Thinking about writing a new "about" page for On Management, I went back to why I started writing the newsletter in 2014. I watched emerging managers search the internet for people management answers, often with not-good results. There was plenty of content to be found, not all of it useful.
I was also inspired by conversation with a mid-career designer. She told me that she never wanted to have another emerging manager who proposed to implement a new process after reading about it on Medium.
I want On Management to be something different, something that helps you to find useful information.
Your online search for people management advice might surface marketing, misinformation, disinformation, propaganda, plagiarism, PR.
My first take was, I'm a Sketchplanations fan. Huh, thought provoking. Then I remembered working for an “umbrella” manager.
This Umbrella Manager's consistent message: our team was doing a great job. Right up until the umbrella failed. The more seasoned among us had heard of political rainclouds, and were unsurprised when our entire 40+ person team was laid off. Others were completely shocked.
So, a physical barrier, like an umbrella, might not be a good metaphor. Maybe a manager needs to be a sieve, I reasoned. To separate what’s useful from what’s not.
Nope. Sieves, umbrellas and funnels are all passive tools. There had to be better possible analogies. (Rube Goldberg machines. Composting.)
Then I stopped reacting to what I had just read.
I searched, finding multiple instances of what purported to be Todd Johnson's quote. Not in Todd's Twitter account. Though it could be there; Twitter search is notably not great.
It didn’t take much digging to find an article about Todd's product management “hacks.”
*Be a sh!t umbrella, not a sh!t funnel: You have to be protective of your time and your team’s time. As a PM, you’re in meetings all the time where executives are very blunt and say that things aren’t working at all and the team needs to do a way better job at X, Y or Z. “You have to develop thick skin, and then you need to learn how to translate all of the criticism you hear into something motivating." Top Hacks from a PM Behind Two of Tech's Hottest Products at First Round Review.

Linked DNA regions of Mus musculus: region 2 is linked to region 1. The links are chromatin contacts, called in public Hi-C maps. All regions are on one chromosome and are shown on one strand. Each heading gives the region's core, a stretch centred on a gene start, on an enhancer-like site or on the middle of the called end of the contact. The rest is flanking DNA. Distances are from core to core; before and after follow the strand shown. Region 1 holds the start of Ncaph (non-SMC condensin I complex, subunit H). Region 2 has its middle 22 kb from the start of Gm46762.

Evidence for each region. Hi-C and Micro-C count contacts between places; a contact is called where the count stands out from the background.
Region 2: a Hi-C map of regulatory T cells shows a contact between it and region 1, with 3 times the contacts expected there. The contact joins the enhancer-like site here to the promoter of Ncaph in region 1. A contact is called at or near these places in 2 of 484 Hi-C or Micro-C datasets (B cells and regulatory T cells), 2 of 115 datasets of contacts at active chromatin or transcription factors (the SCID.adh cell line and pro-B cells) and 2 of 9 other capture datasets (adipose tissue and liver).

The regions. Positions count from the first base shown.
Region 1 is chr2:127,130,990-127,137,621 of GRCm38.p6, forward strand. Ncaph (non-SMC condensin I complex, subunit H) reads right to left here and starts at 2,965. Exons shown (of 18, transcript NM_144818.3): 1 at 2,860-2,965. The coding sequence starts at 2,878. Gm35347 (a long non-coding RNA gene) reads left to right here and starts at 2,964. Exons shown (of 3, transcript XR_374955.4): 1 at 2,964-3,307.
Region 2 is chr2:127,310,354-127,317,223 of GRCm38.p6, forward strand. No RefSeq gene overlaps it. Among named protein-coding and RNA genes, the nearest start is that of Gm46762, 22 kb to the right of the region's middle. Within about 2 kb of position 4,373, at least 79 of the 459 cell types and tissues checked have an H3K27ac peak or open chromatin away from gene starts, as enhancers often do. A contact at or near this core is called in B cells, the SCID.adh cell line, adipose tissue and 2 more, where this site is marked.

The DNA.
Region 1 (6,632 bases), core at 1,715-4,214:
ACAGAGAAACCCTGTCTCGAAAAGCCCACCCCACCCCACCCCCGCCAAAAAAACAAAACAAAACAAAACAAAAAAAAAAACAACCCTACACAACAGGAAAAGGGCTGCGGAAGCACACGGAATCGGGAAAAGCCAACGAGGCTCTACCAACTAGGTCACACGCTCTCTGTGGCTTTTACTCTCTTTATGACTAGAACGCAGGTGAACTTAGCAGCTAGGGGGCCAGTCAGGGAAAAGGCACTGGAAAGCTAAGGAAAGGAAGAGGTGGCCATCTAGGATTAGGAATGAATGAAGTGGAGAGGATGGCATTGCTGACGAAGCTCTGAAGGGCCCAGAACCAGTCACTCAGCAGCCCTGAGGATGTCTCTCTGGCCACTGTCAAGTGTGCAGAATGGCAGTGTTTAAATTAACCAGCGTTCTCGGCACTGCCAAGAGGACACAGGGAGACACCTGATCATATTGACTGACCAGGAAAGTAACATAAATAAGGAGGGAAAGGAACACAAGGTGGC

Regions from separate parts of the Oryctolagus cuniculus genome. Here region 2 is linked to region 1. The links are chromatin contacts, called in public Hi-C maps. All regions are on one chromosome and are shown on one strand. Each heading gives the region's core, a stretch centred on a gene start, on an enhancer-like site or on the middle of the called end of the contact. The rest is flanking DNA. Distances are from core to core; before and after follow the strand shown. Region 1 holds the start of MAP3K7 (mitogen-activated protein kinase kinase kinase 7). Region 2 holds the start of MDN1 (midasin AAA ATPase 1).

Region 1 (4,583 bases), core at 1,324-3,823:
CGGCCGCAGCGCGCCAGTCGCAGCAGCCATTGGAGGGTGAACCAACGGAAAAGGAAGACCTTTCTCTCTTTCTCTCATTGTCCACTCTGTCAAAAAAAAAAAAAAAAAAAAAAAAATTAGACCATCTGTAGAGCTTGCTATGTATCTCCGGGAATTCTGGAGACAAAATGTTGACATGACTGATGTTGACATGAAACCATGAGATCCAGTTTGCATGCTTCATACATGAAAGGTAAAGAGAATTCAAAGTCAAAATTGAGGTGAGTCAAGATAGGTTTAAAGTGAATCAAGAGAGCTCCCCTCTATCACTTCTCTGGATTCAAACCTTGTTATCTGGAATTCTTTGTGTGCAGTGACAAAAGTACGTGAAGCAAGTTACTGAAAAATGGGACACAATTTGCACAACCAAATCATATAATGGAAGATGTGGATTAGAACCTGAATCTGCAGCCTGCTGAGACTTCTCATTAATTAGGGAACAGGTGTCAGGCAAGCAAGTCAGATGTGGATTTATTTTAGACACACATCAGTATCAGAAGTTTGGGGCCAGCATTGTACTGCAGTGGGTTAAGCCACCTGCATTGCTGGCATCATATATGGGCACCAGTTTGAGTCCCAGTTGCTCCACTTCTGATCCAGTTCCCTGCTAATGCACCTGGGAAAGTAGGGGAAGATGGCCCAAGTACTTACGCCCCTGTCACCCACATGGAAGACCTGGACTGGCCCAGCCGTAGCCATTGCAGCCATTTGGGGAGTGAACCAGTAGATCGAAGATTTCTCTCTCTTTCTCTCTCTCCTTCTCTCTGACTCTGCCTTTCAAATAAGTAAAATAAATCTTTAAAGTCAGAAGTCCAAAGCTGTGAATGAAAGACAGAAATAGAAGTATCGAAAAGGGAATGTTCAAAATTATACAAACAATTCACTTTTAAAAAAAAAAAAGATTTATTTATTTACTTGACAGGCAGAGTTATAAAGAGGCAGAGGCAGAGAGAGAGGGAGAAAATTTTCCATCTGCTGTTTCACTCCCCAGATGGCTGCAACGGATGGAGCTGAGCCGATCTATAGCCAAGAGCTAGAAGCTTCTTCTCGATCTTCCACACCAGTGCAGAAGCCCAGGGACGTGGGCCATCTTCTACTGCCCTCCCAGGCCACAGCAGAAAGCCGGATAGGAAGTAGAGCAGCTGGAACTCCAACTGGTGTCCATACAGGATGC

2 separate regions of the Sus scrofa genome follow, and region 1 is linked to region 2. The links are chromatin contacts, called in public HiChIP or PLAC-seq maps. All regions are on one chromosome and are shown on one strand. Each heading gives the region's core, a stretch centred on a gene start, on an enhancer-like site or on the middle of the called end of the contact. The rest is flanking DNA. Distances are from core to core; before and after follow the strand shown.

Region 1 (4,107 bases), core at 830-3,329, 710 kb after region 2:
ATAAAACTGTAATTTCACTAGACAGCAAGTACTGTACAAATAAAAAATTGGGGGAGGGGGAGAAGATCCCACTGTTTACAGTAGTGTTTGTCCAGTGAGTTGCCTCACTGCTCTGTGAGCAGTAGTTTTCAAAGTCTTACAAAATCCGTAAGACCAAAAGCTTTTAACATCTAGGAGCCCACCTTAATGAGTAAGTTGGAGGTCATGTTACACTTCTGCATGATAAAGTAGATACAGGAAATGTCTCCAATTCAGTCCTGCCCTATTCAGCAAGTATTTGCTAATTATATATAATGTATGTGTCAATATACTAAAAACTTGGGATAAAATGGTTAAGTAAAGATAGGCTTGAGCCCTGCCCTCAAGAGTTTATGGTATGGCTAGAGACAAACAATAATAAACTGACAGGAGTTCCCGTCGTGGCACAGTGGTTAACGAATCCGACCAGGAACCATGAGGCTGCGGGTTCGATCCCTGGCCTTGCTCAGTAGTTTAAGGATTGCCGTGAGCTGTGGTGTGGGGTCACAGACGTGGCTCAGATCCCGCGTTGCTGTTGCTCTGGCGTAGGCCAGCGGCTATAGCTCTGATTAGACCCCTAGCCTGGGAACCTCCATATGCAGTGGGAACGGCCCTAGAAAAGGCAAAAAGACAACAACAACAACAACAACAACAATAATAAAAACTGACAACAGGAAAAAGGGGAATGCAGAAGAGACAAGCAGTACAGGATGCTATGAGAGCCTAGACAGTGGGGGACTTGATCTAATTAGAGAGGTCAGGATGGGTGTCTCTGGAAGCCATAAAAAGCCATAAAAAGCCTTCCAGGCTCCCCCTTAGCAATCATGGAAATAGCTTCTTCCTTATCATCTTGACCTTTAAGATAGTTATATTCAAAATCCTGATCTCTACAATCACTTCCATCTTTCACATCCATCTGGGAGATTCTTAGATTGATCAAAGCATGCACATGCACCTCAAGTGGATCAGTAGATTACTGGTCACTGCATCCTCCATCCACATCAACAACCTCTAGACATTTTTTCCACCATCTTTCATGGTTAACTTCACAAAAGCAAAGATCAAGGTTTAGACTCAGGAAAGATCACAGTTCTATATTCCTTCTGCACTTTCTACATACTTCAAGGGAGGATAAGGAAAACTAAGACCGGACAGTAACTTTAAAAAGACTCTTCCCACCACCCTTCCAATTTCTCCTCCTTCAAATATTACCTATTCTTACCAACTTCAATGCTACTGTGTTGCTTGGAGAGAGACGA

In this context, Todd’s advice is nuanced. Translation is active and relational, not passive and mechanical. Also, he’s talking about product management, not people management.
I don’t know, though, that this undated article gives the original context for Todd’s thoughts. Did they come from a conference talk Todd gave? A blog post? Did he write or co-write the un-bylined article? What else might he think today?
Because this is a Warm Take, my research stops here, while I still have some warmish coffee in my cup.
tl;dr: may you what you read provoke your thoughts, rather than create categories for you to box yourself into.
Wondering about other factors in the above example, I found Attribution Decay by Christina Heady, an Assistant Professor at Southern Illinois University's Morris Library.
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As a reminder, my semi-regular Warm Takes are like my Sunday morning notes to a friend or mentee, usually about something I've read on the internet, written while I'm drinking my first and only coffee. As such, there may be typos.
The next full issue of the newsletter will come out soon; I'm going deep on "competence." And I may do a summer reading issue this year, too. So send me your questions, comments, challenges and suggestions -- topical or otherwise.
It's Memorial Day weekend in the US. For those who have lost loved ones due to our endless wars, may you have peaceful remembrance.
And, may you and yours be safe, healthy and free.
Sorry not sorry.